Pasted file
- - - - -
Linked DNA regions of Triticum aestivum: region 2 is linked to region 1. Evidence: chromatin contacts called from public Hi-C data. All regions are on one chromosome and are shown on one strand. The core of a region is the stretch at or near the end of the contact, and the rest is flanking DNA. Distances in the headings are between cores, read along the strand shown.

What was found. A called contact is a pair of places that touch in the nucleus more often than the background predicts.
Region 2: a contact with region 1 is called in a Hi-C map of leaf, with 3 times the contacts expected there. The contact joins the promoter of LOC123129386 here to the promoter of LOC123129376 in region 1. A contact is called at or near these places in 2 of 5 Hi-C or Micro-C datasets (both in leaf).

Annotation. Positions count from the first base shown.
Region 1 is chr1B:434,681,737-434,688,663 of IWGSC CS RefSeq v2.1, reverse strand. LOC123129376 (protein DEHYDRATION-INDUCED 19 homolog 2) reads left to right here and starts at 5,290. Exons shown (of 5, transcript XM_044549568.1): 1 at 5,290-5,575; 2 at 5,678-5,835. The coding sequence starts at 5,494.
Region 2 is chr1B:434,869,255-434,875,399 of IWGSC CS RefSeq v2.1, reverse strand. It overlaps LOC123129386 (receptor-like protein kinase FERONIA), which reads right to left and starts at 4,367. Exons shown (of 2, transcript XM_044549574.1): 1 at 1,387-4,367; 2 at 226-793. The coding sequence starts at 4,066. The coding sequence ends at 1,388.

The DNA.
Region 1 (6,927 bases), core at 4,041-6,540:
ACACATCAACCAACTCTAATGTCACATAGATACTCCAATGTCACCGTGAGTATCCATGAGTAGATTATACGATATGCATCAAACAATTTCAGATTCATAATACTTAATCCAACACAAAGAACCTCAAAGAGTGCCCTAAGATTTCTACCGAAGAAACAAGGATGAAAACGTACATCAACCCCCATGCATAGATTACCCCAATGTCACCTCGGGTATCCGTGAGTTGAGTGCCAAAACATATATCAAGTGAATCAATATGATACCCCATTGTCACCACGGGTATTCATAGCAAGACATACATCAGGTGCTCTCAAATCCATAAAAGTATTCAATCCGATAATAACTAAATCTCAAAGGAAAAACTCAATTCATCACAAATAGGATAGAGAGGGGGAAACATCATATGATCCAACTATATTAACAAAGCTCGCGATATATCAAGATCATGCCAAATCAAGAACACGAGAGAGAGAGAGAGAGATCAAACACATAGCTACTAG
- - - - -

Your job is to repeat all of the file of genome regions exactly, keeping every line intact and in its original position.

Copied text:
Linked DNA regions of Triticum aestivum: region 2 is linked to region 1. Evidence: chromatin contacts called from public Hi-C data. All regions are on one chromosome and are shown on one strand. The core of a region is the stretch at or near the end of the contact, and the rest is flanking DNA. Distances in the headings are between cores, read along the strand shown.

What was found. A called contact is a pair of places that touch in the nucleus more often than the background predicts.
Region 2: a contact with region 1 is called in a Hi-C map of leaf, with 3 times the contacts expected there. The contact joins the promoter of LOC123129386 here to the promoter of LOC123129376 in region 1. A contact is called at or near these places in 2 of 5 Hi-C or Micro-C datasets (both in leaf).

Annotation. Positions count from the first base shown.
Region 1 is chr1B:434,681,737-434,688,663 of IWGSC CS RefSeq v2.1, reverse strand. LOC123129376 (protein DEHYDRATION-INDUCED 19 homolog 2) reads left to right here and starts at 5,290. Exons shown (of 5, transcript XM_044549568.1): 1 at 5,290-5,575; 2 at 5,678-5,835. The coding sequence starts at 5,494.
Region 2 is chr1B:434,869,255-434,875,399 of IWGSC CS RefSeq v2.1, reverse strand. It overlaps LOC123129386 (receptor-like protein kinase FERONIA), which reads right to left and starts at 4,367. Exons shown (of 2, transcript XM_044549574.1): 1 at 1,387-4,367; 2 at 226-793. The coding sequence starts at 4,066. The coding sequence ends at 1,388.

The DNA.
Region 1 (6,927 bases), core at 4,041-6,540:
ACACATCAACCAACTCTAATGTCACATAGATACTCCAATGTCACCGTGAGTATCCATGAGTAGATTATACGATATGCATCAAACAATTTCAGATTCATAATACTTAATCCAACACAAAGAACCTCAAAGAGTGCCCTAAGATTTCTACCGAAGAAACAAGGATGAAAACGTACATCAACCCCCATGCATAGATTACCCCAATGTCACCTCGGGTATCCGTGAGTTGAGTGCCAAAACATATATCAAGTGAATCAATATGATACCCCATTGTCACCACGGGTATTCATAGCAAGACATACATCAGGTGCTCTCAAATCCATAAAAGTATTCAATCCGATAATAACTAAATCTCAAAGGAAAAACTCAATTCATCACAAATAGGATAGAGAGGGGGAAACATCATATGATCCAACTATATTAACAAAGCTCGCGATATATCAAGATCATGCCAAATCAAGAACACGAGAGAGAGAGAGAGAGATCAAACACATAGCTACTAG